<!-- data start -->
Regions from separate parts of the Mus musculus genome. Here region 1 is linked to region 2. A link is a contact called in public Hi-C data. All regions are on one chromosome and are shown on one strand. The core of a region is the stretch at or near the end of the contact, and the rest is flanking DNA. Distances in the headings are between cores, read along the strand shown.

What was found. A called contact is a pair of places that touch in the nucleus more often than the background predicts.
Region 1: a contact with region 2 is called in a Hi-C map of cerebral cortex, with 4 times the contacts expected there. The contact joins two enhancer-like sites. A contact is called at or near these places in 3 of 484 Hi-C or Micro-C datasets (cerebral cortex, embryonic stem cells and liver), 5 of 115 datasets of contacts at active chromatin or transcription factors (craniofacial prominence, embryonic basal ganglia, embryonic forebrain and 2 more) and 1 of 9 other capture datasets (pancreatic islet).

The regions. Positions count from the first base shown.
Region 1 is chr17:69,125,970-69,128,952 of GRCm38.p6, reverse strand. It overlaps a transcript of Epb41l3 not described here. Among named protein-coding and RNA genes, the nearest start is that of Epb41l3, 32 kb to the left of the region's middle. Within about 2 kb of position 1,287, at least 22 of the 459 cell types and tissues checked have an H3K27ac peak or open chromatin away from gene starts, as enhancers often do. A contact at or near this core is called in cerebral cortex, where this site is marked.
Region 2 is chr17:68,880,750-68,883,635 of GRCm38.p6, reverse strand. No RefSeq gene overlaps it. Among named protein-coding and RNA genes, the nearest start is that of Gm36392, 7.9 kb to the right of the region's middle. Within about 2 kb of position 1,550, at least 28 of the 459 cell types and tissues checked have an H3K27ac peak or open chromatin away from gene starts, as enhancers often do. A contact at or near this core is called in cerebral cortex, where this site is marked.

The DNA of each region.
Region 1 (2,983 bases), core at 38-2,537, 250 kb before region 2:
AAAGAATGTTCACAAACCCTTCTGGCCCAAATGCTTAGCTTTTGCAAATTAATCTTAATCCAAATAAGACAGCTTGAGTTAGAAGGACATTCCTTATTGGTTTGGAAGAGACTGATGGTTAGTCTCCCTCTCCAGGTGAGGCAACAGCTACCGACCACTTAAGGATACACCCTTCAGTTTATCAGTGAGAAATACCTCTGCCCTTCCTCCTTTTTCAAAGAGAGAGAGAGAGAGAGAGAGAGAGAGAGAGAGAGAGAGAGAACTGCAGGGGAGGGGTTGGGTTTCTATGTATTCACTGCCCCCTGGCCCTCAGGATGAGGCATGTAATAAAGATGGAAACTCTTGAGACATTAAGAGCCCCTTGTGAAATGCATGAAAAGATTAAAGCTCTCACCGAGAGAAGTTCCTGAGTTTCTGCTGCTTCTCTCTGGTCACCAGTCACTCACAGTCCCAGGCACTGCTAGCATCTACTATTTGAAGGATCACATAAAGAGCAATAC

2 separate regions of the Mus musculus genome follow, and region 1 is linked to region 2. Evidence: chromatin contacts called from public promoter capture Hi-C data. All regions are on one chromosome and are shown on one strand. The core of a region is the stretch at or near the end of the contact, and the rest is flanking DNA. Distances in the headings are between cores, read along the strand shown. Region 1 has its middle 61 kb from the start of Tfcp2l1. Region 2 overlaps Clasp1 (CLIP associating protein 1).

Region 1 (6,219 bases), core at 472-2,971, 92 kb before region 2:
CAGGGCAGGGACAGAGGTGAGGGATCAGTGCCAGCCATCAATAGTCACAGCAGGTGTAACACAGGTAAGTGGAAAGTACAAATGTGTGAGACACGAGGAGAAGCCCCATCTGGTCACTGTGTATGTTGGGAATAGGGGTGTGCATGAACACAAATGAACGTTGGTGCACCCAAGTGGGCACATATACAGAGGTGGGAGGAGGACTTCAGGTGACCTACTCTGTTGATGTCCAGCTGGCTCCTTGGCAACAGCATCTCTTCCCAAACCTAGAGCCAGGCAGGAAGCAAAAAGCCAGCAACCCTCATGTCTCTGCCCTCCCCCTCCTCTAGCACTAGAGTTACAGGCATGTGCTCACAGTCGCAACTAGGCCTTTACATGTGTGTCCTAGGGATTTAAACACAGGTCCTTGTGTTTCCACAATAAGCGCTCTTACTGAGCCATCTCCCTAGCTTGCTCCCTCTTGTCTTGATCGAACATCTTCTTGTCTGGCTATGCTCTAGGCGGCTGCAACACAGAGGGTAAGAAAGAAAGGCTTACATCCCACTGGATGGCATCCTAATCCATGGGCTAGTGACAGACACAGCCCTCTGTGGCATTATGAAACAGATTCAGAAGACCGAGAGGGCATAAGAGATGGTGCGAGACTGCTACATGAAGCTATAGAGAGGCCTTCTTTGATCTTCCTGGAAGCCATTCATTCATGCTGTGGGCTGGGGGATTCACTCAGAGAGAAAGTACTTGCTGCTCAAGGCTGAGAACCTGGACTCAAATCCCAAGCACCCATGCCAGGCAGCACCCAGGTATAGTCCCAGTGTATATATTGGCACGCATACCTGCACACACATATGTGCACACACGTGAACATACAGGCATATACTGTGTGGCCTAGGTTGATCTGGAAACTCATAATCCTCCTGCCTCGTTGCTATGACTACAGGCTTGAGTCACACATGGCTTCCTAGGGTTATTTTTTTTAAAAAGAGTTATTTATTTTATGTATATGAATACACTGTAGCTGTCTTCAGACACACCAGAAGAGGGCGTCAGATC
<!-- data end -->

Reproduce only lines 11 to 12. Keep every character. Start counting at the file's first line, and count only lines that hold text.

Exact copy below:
Region 1 (6,219 bases), core at 472-2,971, 92 kb before region 2:
CAGGGCAGGGACAGAGGTGAGGGATCAGTGCCAGCCATCAATAGTCACAGCAGGTGTAACACAGGTAAGTGGAAAGTACAAATGTGTGAGACACGAGGAGAAGCCCCATCTGGTCACTGTGTATGTTGGGAATAGGGGTGTGCATGAACACAAATGAACGTTGGTGCACCCAAGTGGGCACATATACAGAGGTGGGAGGAGGACTTCAGGTGACCTACTCTGTTGATGTCCAGCTGGCTCCTTGGCAACAGCATCTCTTCCCAAACCTAGAGCCAGGCAGGAAGCAAAAAGCCAGCAACCCTCATGTCTCTGCCCTCCCCCTCCTCTAGCACTAGAGTTACAGGCATGTGCTCACAGTCGCAACTAGGCCTTTACATGTGTGTCCTAGGGATTTAAACACAGGTCCTTGTGTTTCCACAATAAGCGCTCTTACTGAGCCATCTCCCTAGCTTGCTCCCTCTTGTCTTGATCGAACATCTTCTTGTCTGGCTATGCTCTAGGCGGCTGCAACACAGAGGGTAAGAAAGAAAGGCTTACATCCCACTGGATGGCATCCTAATCCATGGGCTAGTGACAGACACAGCCCTCTGTGGCATTATGAAACAGATTCAGAAGACCGAGAGGGCATAAGAGATGGTGCGAGACTGCTACATGAAGCTATAGAGAGGCCTTCTTTGATCTTCCTGGAAGCCATTCATTCATGCTGTGGGCTGGGGGATTCACTCAGAGAGAAAGTACTTGCTGCTCAAGGCTGAGAACCTGGACTCAAATCCCAAGCACCCATGCCAGGCAGCACCCAGGTATAGTCCCAGTGTATATATTGGCACGCATACCTGCACACACATATGTGCACACACGTGAACATACAGGCATATACTGTGTGGCCTAGGTTGATCTGGAAACTCATAATCCTCCTGCCTCGTTGCTATGACTACAGGCTTGAGTCACACATGGCTTCCTAGGGTTATTTTTTTTAAAAAGAGTTATTTATTTTATGTATATGAATACACTGTAGCTGTCTTCAGACACACCAGAAGAGGGCGTCAGATC